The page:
“We are literally just cranking the machine back up,” Scott Burnell, an agency spokesman said in a phone interview. While the NRC didn’t lay off its resident inspectors at U.S. reactors during the shutdown, it did stop updating its daily report of incidents at the units. Those will be posted retroactively, Burnell said.
As of this morning, the NRC was making adjustments to accommodate its workers who may have gotten late the order to return to work.
“Supervisors are strongly encouraged to grant leave, telework, or work schedule flexibilities to help ensure a smooth transition back to work for employees,” said a notice on the agency’s website.
The partial halt in government operations was shorter than the budget shutdowns in fiscal 1996 that lasted a total of 26 days.
This year’s disruption has been far broader in scope, said Barry Anderson, who was assistant director of the White House Office of Management and Budget during the fiscal 1996 shutdown.
Congress had completed seven of its 13 annual appropriations bills funding agencies in the previous stoppage - - leaving vast parts of the government still working. This time not a single agency funded at Congress’s discretion had final budget approval.
“Things are very different now,” Anderson said.
The 16-day halt in operations at many federal agencies took an estimated $24 billion out of the U.S. economy, Standard & Poor’s said yesterday.
The cost of restarting the government is hard to tabulate. A study conducted by the OMB after the fiscal 1996 shutdown pegged the closing’s cost at $1.4 billion, or about $2 billion in today’s money. That figure didn’t include costs incurred when workers returned, though those expenses were termed “significant” by John Koskinen, deputy director of management at OMB during the previous shutdown, during a hearing of the House Subcommittee on Civil Service in December 1996.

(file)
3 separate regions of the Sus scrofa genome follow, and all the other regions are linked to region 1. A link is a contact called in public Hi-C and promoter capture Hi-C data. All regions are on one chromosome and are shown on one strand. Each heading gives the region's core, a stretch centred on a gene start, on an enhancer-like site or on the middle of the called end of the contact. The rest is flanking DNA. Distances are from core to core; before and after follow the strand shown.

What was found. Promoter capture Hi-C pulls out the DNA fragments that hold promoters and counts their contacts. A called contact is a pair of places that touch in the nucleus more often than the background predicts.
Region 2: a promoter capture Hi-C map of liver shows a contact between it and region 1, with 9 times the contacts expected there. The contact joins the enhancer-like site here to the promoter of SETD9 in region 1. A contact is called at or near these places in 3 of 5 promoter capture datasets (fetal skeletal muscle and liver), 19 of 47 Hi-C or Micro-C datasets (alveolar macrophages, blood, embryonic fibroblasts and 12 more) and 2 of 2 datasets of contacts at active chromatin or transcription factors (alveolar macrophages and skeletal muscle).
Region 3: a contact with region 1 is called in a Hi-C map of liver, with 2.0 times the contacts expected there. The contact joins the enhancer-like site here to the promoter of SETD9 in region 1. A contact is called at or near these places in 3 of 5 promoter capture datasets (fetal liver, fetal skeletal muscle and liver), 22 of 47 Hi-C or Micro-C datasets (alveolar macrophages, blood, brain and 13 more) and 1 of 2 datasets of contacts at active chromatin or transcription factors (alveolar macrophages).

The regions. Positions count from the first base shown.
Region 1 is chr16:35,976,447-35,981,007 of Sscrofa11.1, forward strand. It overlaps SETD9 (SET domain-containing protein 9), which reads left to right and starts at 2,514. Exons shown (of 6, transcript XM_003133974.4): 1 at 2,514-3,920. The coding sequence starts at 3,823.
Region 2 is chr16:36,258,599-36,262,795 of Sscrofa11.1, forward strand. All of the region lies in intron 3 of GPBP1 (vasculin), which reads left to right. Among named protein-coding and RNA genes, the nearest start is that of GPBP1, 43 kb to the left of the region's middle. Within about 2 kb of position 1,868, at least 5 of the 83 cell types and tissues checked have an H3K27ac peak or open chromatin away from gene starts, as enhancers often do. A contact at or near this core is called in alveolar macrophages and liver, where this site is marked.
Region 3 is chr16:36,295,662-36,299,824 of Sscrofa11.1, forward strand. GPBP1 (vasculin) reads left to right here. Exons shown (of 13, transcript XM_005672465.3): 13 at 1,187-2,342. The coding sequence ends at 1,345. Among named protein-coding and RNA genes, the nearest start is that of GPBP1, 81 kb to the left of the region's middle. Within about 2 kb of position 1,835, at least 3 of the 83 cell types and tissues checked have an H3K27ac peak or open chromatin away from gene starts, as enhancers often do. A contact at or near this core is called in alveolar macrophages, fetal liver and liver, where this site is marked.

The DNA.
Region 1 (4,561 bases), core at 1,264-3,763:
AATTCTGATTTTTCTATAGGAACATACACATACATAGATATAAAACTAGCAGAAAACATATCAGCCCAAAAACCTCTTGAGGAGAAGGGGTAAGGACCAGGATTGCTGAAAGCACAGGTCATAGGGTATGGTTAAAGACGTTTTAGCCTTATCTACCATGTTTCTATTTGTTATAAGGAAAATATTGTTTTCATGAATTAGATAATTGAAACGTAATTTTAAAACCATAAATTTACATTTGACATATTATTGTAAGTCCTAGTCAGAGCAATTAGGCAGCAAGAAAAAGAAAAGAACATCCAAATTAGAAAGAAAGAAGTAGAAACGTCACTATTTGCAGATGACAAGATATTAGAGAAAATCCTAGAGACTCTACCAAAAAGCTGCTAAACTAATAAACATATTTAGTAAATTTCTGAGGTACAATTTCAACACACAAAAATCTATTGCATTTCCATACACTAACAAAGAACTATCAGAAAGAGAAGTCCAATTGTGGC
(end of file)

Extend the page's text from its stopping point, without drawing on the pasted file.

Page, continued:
“Significant additional costs, that cannot be determined at this time, include interest payments to third parties” when the government doesn’t pay its bills on time, he said. “There will also be additional personnel costs necessary to deal with the backlog of work resulting from the shutdown.”
Those expenditures may be billions of dollars, said Charles Tiefer, a law professor at the University of Baltimore who has studied shutdowns.
While he is aware of no study that has calculated the cost of restarting the government, Tiefer said the biggest line items likely include the inability of agencies to carefully audit the huge backlog of payments including those to the IRS and Medicare claims. Others come from the difficulty of health and safety regulators such as the Environmental Protection Agency to pick up unresolved investigations, he said.
“When they resume their work, the trail will be cold, and the work lost,” Tiefer said in an interview. “That is by far the most costly.”
It may also hurt morale. In her message, Health and Human Services Secretary Kathleen Sebelius sought to reassure even those employees who were furloughed that they serve important roles.
“For those of you returning to work today, we missed you and welcome back,” Sebelius wrote. “Thank you for understanding that your status was based on a technical statutory definition mostly determined by how your work is funded, and not the value we attribute to the important work you do each and every day here at the Department.”
“To those returning from furlough: know that the work you perform is incredibly valued by your military teammates and by me,” Defense Secretary Chuck Hagel said in a message to employees.
The Pentagon had already recalled to work most of the 350,000 civilian employees it originally sent home. Even so, Hagel called the shutdown a “manufactured crisis” that was an “unwelcome and unnecessary distraction.”